How to Prepare for Science Cluster Items

Eric Rhoades

Many teachers are asking themselves the question, “how do I best prepare my students for cluster items?” Many teachers experienced a similar thought when the technology-enhanced items (TEI) were introduced. Students who are successful on any assessment typically have teachers who focus on 1) providing students with rich experiences that encourage critical thinking, communication, and collaboration, 2) engaging students in the science and engineering practices, 3) developing conceptual understanding through sense making.

“A science item cluster consists of a context-rich stimulus (e.g., a description of a scientific investigation performed by students) that is presented to students in the assessment followed by three to six science questions that are connected to the scientific details of the stimulus.” (Supts Memo# 254-21) Cluster items are now on the Grade 5, Grade 8, and Biology SOL tests.


Students who experience rich experiences focused on phenomena identify with the relevance in what they are learning. Relevance helps students see the value of what they’re learning and rigor ensures they are challenged to develop advanced skills and knowledge. Rigor and relevance are also important for equity, because they ensure that all students have access and entry points to high-level content and practices.


Exploring and investigating phenomena allows students to utilize SEPs which leads to meaningful, lasting learning. Students have to think about the outcome they’re trying to achieve, look at the materials they have available, and then come up with a process that will allow them to explain the natural world..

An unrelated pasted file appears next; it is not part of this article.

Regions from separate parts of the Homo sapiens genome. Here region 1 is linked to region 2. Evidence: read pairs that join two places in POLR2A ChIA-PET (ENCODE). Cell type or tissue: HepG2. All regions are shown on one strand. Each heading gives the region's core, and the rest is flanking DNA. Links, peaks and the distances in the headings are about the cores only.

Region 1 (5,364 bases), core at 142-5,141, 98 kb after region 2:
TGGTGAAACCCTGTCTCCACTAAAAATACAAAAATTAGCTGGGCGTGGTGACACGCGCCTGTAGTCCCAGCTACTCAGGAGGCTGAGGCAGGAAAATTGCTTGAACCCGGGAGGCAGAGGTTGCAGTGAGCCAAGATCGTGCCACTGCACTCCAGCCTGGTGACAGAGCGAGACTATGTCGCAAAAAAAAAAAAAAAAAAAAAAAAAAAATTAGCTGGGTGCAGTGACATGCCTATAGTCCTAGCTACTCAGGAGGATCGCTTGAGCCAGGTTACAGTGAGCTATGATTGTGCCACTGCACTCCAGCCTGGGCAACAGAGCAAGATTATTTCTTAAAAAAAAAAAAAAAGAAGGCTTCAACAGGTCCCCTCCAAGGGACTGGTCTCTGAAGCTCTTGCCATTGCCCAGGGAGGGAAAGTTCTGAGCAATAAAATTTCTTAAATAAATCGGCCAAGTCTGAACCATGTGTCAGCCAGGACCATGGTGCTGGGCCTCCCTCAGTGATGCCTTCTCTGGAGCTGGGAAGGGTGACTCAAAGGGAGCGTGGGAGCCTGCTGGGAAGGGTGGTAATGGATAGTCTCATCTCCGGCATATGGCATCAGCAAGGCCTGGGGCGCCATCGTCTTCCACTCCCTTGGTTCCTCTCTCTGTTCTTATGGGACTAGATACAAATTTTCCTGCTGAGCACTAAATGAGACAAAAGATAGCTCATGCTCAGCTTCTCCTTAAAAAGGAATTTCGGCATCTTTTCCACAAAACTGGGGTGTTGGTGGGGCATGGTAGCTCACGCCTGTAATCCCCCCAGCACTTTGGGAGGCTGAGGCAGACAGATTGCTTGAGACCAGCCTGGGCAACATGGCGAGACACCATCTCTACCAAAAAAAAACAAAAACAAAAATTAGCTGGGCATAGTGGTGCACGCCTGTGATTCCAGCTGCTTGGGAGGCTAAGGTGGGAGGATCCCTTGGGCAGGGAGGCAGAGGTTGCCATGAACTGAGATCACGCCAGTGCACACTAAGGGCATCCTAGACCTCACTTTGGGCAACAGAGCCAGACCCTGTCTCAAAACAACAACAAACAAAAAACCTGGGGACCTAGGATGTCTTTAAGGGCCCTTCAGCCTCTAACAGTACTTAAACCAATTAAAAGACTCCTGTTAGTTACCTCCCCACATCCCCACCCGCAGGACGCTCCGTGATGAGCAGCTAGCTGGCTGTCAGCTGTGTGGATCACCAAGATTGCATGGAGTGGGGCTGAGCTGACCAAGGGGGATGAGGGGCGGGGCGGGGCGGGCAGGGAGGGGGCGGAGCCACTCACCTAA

In science, it means generating data to answer questions. In engineering, it means designing solutions that solve problems.

When the outcome isn’t what’s expected, or when different students have varying results, it presents an ideal moment to take a step back and analyze those differences. What’s different? Why did those differences occur? What can we learn from this process? This will lead to richer learning experiences than providing multiple experiences with assessment items.

Why is this approach so transformative? Fundamentally, it’s because students develop higher-order thinking skills of creating, evaluating, and analyzing. When you help students develop the SEPs, you are actually developing critical thinking skills that they can apply in any situation. What better to prepare students for cluster items than to be critical thinkers. It provides students with a scientific way of thinking, one that involves questioning, gathering data, analyzing, and communicating—skills that are transferable to any discipline, career, or life event.


Science is fundamentally about making sense of the natural world. Sense-making is the conceptual process in which a learner actively engages with the natural or designed world, wonders about it, and then develops, tests, and refines ideas.

We often use the phrase “figure something out.” When you are trying to figure something out, you are trying to make sense of it. You are engaged in the process of sense-making. Essentially, sense-making is about actively trying to figure out the way the world works.

Students who have conceptual understanding using SEPs would seem to be better prepared for a cluster item than those students who have just experienced several cluster items as practice. With that said, it is important they are comfortable with the format if they haven’t experienced them.

Students who have deeper understanding and critical thinking skills are transferable to any situation and lead to greater student achievement. We all understand the temptation of test preparation over strategic instruction focused on conceptual understanding through the development of SEPs and sensemaking.

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